Time to complete: 10 minutes
In this section, we'll set up video feeds, command shortcuts, and key metrics. These are the minimal features most users need to monitor their robot and intervene if something goes wrong. For example, you could:
- Monitor a coffee-making robot, observe a spill, and request it run a robotic cleaning sequence
- Actuate a recovery behavior after a human identifies a problem on a mobile robot
- Remotely monitor camera feeds on an inspection robot
To get started controlling your robot, we'll walk through setting up the following:
You can stream video feeds with low latency to allow you to safely control and operate your robot. If you haven't already, we strongly recommend that you enable WebRTC before moving on to the next step, to get the lowest latency connection possible to the robot.
Launch a node which publishes camera images of type
sensor_msgs/Image. The Freedom Agent will detect the node and upload the data for you. That's it! There's nothing else you need to do.
We recommend setting your video feed to upload to the cloud at 1 Hz (WebRTC will separately upload the feed at 10 Hz). You can set the upload rate by navigating to SETTINGS → BANDWIDTH.
You can launch multiple camera image nodes, and Freedom will allow you to switch between them when piloting your robot.
Freedom allows you to send a pre-defined message payload to a topic. You can think of these as memorized commands that can be replayed. Undock a robot. Reset an arm. Initiate a script to brew coffee.
When you're piloting a robot, the available commands are shown in the bottom right corner of the screen. Here's what this looks like for our coffee bot:
To create a new command, go to SETTINGS → PILOT → CONTROLS → ADD NEW COMMAND. You'll need to specify a nickname, topic name, topic type, and payload.
Here are example commands for
Display name for the command.
Topic to publish on.
Type of message to publish.
Payload to publish when the command is sent.
Think of key metrics as the most important pieces of information that an operator needs to see at a glance to determine a robot's state. When you're piloting a robot, the key metrics are shown in the bottom left corner of the screen.
A robot base drives into another robot. We can see the Left Bumper state switches to TRUE which means it hit something.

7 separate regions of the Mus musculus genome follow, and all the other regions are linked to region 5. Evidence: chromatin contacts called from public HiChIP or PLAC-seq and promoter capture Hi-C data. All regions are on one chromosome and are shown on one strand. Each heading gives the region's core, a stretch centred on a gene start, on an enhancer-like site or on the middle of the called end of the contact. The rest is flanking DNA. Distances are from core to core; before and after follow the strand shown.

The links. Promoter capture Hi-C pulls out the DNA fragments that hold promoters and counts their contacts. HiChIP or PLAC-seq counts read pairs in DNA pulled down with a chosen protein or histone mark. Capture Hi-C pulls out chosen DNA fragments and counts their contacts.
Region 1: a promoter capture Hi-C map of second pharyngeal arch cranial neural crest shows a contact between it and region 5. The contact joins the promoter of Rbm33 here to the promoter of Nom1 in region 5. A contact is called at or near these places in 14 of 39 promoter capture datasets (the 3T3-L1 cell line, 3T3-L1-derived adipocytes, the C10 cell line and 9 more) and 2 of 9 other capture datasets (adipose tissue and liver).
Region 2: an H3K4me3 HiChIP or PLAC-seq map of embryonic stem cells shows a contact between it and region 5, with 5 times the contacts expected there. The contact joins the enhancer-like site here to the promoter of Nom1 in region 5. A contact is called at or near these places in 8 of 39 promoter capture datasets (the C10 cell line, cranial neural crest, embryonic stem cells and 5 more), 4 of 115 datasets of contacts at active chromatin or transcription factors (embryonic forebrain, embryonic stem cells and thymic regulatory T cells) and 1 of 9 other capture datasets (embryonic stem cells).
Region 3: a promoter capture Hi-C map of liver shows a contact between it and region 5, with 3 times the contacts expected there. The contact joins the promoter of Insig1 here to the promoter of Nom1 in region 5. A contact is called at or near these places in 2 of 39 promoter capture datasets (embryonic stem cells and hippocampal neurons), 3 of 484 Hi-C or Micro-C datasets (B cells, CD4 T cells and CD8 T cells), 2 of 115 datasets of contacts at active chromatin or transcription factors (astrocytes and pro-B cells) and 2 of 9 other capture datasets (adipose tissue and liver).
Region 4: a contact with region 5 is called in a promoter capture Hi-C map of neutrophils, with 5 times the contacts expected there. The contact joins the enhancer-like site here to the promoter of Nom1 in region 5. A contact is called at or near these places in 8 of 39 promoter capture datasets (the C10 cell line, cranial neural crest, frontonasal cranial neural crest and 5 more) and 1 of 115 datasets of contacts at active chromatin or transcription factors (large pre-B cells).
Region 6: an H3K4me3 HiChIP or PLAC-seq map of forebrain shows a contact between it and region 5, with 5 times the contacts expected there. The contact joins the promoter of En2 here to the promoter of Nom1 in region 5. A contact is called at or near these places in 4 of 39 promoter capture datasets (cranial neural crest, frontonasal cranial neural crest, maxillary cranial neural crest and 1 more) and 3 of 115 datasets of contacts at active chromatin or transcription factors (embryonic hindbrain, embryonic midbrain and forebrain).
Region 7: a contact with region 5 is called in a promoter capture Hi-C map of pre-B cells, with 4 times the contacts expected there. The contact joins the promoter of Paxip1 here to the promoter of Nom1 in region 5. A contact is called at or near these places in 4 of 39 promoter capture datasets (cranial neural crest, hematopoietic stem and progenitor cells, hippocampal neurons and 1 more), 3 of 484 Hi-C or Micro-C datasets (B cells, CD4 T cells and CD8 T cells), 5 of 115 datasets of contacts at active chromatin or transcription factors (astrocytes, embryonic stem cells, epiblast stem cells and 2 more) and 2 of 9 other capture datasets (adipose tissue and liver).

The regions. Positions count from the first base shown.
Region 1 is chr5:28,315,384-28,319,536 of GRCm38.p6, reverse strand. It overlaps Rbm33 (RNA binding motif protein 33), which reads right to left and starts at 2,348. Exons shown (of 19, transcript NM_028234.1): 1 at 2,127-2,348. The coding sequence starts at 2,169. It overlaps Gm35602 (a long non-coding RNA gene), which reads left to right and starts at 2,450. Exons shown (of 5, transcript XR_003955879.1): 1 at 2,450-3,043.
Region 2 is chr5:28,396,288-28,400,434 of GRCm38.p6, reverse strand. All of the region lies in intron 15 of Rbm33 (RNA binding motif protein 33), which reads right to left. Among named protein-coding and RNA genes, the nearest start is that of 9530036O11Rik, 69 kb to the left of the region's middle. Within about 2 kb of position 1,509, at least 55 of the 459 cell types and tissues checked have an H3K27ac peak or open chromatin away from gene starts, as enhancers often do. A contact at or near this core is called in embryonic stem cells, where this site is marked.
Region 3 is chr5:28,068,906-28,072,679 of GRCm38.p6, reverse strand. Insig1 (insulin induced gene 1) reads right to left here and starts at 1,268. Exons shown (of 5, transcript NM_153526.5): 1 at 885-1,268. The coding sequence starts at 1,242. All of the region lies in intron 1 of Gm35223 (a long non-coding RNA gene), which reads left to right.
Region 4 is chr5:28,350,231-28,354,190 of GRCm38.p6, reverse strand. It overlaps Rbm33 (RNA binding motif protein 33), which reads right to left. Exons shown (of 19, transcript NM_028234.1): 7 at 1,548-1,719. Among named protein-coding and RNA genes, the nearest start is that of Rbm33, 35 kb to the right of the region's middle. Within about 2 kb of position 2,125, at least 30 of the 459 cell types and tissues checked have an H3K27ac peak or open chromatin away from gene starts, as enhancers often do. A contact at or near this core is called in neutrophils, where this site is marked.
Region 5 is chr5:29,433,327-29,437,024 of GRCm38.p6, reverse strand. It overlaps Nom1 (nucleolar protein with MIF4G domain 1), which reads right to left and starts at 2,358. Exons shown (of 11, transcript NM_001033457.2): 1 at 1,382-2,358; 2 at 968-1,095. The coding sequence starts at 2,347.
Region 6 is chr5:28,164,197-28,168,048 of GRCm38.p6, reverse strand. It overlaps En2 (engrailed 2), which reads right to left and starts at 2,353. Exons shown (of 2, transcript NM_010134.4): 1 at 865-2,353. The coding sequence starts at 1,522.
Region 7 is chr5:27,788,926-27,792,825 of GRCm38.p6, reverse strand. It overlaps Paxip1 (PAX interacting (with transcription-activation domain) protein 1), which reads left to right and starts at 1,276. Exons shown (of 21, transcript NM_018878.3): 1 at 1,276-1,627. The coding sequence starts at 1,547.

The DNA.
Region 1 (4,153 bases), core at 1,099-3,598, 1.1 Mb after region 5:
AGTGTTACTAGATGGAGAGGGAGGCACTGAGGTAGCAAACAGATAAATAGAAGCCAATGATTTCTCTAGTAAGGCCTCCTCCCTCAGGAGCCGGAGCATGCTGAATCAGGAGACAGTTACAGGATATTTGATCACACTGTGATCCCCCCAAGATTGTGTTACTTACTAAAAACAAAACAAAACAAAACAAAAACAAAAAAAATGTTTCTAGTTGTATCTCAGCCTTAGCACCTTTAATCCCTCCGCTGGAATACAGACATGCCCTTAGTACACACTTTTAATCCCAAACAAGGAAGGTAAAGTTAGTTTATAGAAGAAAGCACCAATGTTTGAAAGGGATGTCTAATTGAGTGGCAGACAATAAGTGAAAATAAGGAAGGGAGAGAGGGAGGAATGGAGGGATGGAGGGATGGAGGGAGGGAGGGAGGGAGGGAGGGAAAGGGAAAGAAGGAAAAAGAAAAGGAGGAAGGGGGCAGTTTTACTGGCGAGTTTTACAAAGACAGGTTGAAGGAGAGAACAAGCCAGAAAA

A key metric should be set up to define the "good" or "normal" state for your robot. If your robot doesn't meet this condition while being piloted, Freedom will call attention to this by highlighting the key metric in red on the Pilot user interface.
To add a new key metric, navigate to your device and select SETTINGS → METRICS → ADD.
Here's an example of a key metric for the bumper of a robot:
Name of the key metric.
Topic associated with the key metric.
Relevant key in the message (JSON object) published on the topic.
Type of comparison.
Value used in the comparison.
If the key metric condition is met (in this case,
is_left_pressed = FALSE), all is well with the robot. If not, something is wrong.
It's time for the fun part: controlling your robot! Click PILOT on the left sidebar, then click TAKE OVER.
If you have multiple video feeds, you can switch between them by clicking on the feed you'd like to view in the top left corner of the screen. You can also press
V followed by the feed number (e.g.
3, ...) to select a video feed using our keyboard shortcut.
You can send a command by clicking on an option in the bottom right corner, or by pressing
C followed by the command number (e.g.
The key metrics you've added will appear in the bottom left corner of the screen. Pay special attention to any that appear in red - this means a value is not in a "normal" state, and something has gone wrong!
Updated about a month ago
|Pilot: Drive your Robot|